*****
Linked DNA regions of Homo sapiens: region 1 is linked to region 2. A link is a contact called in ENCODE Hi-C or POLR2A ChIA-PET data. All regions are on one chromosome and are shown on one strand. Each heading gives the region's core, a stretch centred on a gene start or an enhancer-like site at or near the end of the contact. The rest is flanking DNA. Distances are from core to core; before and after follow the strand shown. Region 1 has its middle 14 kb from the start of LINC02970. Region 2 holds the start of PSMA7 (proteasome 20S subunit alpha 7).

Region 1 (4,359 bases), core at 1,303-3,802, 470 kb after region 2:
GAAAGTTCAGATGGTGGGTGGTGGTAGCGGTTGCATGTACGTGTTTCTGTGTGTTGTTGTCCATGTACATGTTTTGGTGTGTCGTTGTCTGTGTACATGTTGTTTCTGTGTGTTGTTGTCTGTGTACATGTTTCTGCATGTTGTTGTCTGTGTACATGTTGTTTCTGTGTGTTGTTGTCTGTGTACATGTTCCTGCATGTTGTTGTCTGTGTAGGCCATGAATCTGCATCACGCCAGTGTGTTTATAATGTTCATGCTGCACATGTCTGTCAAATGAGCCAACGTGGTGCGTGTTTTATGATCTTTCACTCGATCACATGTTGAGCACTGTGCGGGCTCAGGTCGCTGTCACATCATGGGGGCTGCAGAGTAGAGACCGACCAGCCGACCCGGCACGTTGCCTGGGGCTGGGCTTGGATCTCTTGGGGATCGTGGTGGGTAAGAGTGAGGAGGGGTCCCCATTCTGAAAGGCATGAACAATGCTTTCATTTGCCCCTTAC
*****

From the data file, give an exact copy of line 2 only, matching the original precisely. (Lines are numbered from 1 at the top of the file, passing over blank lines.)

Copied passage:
Region 1 (4,359 bases), core at 1,303-3,802, 470 kb after region 2: